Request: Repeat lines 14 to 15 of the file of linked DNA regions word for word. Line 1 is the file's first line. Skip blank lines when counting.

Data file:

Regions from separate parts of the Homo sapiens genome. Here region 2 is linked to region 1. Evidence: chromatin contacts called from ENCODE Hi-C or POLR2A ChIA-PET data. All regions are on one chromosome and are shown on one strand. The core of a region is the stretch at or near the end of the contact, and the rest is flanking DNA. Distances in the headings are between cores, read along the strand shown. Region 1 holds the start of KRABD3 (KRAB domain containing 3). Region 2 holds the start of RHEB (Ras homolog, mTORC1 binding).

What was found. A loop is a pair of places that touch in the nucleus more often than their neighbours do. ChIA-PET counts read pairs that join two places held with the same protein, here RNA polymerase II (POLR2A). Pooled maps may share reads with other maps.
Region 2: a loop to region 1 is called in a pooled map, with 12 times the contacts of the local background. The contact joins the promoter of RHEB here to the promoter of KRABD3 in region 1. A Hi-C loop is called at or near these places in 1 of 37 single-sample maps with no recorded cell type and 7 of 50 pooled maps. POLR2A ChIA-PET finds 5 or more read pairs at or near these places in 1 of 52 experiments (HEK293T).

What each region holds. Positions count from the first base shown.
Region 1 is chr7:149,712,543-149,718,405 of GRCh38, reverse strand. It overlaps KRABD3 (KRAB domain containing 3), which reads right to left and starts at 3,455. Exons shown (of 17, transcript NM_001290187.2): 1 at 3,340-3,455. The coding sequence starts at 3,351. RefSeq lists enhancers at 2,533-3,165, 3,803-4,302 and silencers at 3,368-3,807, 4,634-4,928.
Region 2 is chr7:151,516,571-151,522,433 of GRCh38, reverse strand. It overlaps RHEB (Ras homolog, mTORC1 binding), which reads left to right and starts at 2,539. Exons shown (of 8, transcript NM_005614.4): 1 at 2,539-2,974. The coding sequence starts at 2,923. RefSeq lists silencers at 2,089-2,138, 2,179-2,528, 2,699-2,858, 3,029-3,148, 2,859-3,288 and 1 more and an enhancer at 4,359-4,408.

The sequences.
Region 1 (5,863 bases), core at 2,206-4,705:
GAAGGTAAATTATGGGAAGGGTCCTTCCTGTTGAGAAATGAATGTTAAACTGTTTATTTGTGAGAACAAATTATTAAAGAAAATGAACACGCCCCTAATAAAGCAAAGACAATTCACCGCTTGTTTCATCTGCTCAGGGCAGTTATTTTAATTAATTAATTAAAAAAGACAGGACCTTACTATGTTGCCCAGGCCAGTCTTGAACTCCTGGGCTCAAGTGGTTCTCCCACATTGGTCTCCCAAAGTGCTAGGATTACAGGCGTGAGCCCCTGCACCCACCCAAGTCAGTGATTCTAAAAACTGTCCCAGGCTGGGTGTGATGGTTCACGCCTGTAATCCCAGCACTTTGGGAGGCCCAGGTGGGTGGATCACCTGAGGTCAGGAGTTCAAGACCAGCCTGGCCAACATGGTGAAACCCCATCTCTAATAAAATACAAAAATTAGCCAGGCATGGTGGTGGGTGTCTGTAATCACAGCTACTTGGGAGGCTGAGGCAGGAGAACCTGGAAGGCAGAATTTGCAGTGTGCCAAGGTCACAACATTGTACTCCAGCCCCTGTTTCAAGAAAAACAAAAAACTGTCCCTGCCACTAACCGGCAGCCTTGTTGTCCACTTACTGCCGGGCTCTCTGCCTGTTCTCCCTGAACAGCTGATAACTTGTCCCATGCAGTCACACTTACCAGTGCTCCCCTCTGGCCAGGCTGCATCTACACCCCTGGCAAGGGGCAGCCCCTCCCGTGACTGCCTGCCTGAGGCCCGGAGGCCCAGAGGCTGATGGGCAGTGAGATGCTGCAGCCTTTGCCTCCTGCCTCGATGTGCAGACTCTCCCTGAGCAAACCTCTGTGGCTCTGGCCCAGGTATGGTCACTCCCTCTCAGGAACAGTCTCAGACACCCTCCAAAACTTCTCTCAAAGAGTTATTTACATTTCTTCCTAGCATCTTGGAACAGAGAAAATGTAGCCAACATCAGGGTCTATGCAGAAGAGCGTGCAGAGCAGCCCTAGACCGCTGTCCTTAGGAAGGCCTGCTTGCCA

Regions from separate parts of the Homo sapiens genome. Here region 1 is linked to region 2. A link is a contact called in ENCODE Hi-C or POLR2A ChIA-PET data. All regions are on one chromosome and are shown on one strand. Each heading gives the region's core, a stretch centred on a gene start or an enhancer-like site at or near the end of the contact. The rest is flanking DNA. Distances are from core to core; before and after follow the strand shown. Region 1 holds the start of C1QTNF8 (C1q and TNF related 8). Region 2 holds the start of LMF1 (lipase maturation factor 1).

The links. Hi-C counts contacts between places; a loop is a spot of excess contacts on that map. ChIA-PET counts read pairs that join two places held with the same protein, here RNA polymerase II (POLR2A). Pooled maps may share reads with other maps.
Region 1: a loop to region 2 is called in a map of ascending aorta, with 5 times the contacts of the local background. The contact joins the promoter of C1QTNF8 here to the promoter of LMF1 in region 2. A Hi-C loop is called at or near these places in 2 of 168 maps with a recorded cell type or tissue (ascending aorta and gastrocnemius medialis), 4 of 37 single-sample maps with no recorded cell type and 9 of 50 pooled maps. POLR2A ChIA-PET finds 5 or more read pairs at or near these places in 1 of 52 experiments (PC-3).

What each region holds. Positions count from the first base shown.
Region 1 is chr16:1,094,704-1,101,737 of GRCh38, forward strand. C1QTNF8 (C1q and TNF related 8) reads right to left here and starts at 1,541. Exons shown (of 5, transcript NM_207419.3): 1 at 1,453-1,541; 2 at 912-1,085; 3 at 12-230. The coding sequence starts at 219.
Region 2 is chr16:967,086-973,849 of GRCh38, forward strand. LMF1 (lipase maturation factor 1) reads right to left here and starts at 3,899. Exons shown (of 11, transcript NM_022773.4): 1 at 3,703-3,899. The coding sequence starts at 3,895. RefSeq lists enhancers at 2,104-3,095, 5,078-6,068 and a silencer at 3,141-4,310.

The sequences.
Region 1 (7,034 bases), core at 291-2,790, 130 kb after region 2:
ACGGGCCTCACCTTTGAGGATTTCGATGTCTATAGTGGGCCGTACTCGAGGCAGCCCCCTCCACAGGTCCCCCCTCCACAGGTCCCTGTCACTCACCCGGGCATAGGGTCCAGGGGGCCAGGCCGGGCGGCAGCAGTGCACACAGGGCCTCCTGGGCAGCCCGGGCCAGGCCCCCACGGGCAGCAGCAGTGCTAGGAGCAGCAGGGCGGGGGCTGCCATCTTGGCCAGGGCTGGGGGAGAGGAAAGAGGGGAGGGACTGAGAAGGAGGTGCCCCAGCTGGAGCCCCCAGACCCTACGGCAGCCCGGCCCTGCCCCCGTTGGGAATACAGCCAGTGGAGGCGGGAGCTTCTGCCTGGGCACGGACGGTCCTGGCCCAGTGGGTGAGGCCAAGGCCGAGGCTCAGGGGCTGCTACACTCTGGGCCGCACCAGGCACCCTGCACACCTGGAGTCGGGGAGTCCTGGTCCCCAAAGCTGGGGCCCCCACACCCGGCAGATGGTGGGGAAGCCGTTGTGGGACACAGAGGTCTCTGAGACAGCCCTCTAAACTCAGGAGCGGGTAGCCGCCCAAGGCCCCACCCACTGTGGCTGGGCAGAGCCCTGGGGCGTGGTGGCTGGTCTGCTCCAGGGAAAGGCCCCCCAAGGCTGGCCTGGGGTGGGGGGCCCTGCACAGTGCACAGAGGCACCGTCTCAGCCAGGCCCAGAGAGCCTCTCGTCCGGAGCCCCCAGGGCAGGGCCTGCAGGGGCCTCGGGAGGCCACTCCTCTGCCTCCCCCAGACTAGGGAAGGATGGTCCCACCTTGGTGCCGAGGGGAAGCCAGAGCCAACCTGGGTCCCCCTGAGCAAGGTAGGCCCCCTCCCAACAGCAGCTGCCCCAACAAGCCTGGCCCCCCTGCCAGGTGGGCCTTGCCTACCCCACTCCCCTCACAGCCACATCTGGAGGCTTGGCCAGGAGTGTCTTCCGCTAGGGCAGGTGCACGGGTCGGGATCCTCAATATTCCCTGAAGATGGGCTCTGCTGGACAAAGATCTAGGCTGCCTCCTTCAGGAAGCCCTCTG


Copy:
Region 1 is chr16:1,094,704-1,101,737 of GRCh38, forward strand. C1QTNF8 (C1q and TNF related 8) reads right to left here and starts at 1,541. Exons shown (of 5, transcript NM_207419.3): 1 at 1,453-1,541; 2 at 912-1,085; 3 at 12-230. The coding sequence starts at 219.
Region 2 is chr16:967,086-973,849 of GRCh38, forward strand. LMF1 (lipase maturation factor 1) reads right to left here and starts at 3,899. Exons shown (of 11, transcript NM_022773.4): 1 at 3,703-3,899. The coding sequence starts at 3,895. RefSeq lists enhancers at 2,104-3,095, 5,078-6,068 and a silencer at 3,141-4,310.